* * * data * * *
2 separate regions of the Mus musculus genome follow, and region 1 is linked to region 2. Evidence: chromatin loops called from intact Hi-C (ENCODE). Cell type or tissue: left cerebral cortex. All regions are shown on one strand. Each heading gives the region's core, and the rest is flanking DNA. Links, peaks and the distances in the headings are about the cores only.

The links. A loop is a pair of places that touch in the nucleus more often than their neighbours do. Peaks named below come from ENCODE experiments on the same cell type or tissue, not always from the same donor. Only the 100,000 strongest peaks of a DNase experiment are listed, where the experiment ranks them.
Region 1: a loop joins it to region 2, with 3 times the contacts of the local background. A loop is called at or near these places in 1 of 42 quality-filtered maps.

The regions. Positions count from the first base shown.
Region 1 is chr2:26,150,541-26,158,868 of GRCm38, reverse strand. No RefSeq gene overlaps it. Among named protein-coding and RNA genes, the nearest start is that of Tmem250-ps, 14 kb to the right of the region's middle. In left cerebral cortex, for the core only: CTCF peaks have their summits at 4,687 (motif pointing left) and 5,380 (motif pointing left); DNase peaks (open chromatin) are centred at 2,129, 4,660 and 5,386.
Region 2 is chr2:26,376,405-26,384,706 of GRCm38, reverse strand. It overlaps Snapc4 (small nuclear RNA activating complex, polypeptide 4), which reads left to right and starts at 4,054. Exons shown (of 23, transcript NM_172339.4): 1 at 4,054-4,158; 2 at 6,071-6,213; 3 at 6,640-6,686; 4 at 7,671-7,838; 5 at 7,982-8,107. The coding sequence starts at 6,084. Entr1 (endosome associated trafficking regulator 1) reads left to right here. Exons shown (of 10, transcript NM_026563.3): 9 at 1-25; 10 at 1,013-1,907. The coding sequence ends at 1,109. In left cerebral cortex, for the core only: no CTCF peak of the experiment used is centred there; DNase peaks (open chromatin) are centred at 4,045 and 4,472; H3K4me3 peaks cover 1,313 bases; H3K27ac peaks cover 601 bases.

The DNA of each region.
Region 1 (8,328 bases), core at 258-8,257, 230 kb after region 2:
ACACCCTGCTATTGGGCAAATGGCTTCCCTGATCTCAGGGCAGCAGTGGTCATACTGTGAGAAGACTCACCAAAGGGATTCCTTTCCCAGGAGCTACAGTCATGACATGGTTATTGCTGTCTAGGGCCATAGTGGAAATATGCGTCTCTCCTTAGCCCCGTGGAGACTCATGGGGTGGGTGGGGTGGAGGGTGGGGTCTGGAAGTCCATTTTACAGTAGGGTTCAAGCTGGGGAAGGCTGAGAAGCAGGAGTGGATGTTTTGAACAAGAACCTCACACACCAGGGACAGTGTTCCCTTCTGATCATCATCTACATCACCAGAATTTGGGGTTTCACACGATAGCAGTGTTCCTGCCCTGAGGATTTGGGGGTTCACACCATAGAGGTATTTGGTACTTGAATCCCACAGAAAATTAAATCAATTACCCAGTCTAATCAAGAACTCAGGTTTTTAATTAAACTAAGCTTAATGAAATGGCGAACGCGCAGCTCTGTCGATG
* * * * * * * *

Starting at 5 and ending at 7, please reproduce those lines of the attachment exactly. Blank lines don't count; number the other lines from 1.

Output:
Region 1 is chr2:26,150,541-26,158,868 of GRCm38, reverse strand. No RefSeq gene overlaps it. Among named protein-coding and RNA genes, the nearest start is that of Tmem250-ps, 14 kb to the right of the region's middle. In left cerebral cortex, for the core only: CTCF peaks have their summits at 4,687 (motif pointing left) and 5,380 (motif pointing left); DNase peaks (open chromatin) are centred at 2,129, 4,660 and 5,386.
Region 2 is chr2:26,376,405-26,384,706 of GRCm38, reverse strand. It overlaps Snapc4 (small nuclear RNA activating complex, polypeptide 4), which reads left to right and starts at 4,054. Exons shown (of 23, transcript NM_172339.4): 1 at 4,054-4,158; 2 at 6,071-6,213; 3 at 6,640-6,686; 4 at 7,671-7,838; 5 at 7,982-8,107. The coding sequence starts at 6,084. Entr1 (endosome associated trafficking regulator 1) reads left to right here. Exons shown (of 10, transcript NM_026563.3): 9 at 1-25; 10 at 1,013-1,907. The coding sequence ends at 1,109. In left cerebral cortex, for the core only: no CTCF peak of the experiment used is centred there; DNase peaks (open chromatin) are centred at 4,045 and 4,472; H3K4me3 peaks cover 1,313 bases; H3K27ac peaks cover 601 bases.

The DNA of each region.